Keeping tabs on the music industry

Ever since Napster and its file-sharing brethren first ran afoul of the music industry, it seems like Big Music couldn’t vilify itself in the eyes of its consumer base any better if it tried. Or maybe it is trying. It certainly seems so of late, as in the past few months the industry has expanded its copyright-lawsuit fatwa to restrict not just how consumers can get music, but how they can learn it as well.

This time around, it’s the U.S. Music Publishers’ Association that’s looking for a clampdown. For the past few months, the MPA has been focusing its legal crosshairs on the hundreds of song lyrics and guitar tablature Web sites that have long flourished as a way for aspiring musicians to learn popular songs.

For those not familiar with guitar tablatures – or tabs as they’re popularly called – they are simple, number-coded transliterations of regular sheet music that are easier to format and read than normal music notation. The MPA sees guitar tab sites as an encroachment on its copyright turf and has already succeeded in closing down a handful of very popular lyrics and tab sites, such as, which I used to go to myself.

The MPA has been working toward this for a few years now, but this year it’s finally busting out the serious legal guns, issuing shut-down-or-get-sued letters to tablature site owners. And some MPA bigwigs are even calling for harsher repercussions than lawsuits. In a recent BBC article, MPA president Lauren Keiser declared that he not only wanted to see the Web sites shut down and fined, but also have Web site owners thrown behind bars.

Fresh from its battles with file sharers, the music industry ought to be aware of how unpopular shutting down free lyrics and tab sites is going to be. That’s why it’s trying to sell the familiar bogus mantra of “we’re doing this for the artists.”

David Israelite, president of the National Music Publishers’ Association, claims in the article, “Unauthorized use of lyrics and tablature deprives the songwriter of the ability to make a living and is no different from stealing.”

Now I could see some semblance of a case being made for popular musicians losing substantial income because of pirated recordings, but I’ve never heard of musicians depending on published sheet music for the bulk of their earnings. To imply that free tablature sites are going to put famous artists out on the streets is laughable; the very fact that a musician has become popular enough to get his or her work published as sheet music is a good sign that that musician is already making plenty of dough. It is principally music publishers whose wallets are thinning, of course, and they should just say so instead of acting like they merely want to give more money to artists.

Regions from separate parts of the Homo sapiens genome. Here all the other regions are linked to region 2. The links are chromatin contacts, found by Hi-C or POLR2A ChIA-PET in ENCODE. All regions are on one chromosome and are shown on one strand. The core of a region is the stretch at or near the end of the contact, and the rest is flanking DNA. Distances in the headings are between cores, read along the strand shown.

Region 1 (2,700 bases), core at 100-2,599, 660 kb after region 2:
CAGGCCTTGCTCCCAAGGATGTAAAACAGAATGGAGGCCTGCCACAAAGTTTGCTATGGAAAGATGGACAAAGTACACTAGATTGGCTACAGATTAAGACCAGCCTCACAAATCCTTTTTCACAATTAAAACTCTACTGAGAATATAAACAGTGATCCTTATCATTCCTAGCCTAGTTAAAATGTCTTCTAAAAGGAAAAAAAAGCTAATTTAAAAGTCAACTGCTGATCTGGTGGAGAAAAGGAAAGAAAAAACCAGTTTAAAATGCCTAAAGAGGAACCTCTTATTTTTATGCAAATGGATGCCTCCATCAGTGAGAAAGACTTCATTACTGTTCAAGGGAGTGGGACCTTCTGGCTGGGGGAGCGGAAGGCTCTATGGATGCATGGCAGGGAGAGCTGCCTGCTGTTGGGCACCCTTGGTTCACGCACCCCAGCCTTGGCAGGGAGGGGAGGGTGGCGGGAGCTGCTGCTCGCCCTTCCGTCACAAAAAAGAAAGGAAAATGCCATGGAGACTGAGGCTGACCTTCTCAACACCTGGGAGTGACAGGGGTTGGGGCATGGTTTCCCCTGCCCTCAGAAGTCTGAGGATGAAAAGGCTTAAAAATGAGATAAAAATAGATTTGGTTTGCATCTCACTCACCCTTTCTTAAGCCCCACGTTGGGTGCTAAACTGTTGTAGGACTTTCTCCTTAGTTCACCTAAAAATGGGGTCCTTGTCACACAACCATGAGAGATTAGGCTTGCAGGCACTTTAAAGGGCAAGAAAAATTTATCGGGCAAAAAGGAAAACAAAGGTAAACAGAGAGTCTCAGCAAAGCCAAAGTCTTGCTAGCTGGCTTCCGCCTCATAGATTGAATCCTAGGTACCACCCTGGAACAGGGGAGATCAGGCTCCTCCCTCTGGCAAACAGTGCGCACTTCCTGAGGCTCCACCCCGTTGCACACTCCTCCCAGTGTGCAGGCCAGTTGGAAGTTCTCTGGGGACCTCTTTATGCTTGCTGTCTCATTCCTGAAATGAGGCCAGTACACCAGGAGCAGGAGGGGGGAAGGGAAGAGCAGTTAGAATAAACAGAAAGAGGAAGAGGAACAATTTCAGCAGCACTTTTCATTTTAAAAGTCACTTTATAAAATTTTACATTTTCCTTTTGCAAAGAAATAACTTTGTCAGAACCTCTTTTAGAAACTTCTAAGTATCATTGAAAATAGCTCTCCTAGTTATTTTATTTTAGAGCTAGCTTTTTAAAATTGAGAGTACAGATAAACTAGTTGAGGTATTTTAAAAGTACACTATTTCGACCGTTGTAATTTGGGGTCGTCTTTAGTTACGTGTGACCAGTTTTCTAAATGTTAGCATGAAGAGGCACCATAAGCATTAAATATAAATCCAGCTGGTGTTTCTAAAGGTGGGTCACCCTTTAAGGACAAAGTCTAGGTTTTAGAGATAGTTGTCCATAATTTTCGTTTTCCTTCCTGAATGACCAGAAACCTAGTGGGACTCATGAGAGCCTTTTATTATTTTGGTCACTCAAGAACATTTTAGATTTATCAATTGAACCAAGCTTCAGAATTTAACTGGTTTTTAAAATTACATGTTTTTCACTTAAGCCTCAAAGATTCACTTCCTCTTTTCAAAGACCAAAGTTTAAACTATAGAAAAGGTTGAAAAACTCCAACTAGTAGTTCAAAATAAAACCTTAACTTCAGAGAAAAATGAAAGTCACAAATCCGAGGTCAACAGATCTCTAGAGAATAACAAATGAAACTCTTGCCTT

Eliminating free tablature sites probably isn’t going to drastically change the fortune of the MPA anyway, because it’s not like most online tablatures are perfect substitutes for professionally made sheet music. While guitar tabs are helpful in figuring out how to play a song, they’re usually not very accurate note-for-note. Some tabs I find really suck, in fact, and they sound butchered as hell when played. Accurate tabs do exist out there, but by and large, free tablatures are regarded as guidelines rather than rules.

Some tablature sites also have forums and message boards where tabs are gradually improved through input from users – in such cases, the users are generally amateur musicians giving each other tips. These aren’t people who are going to invest a lot in volumes of sheet music, unless they get to the point where they want to be professional. And it sure doesn’t help them get to that point when industries do things such as shut down Web sites where they discuss and exchange advice on improving music techniques.

Instead of trying to stamp free tab sites out of existence, the music industry should think about actually competing by offering similar services and improving upon them. Many bands don’t have their music officially published in the first place, because it’s not profitable enough; filling that vacuum is one reason unofficial tablature sites came into existence.

I don’t expect it to happen anytime soon, but it would be a wonderful gesture on the MPA’s part if it would set up official Web sites with a comprehensive variety of accurate tablatures for cheap prices. Otherwise, you can count on people continuing to find ways to circumvent the music industry’s iron-fisted rules. After all, when the legitimate industry isn’t even going to offer adequate services for everyone, what can you do but work outside legitimacy?

University of Pittsburgh, The Pitt News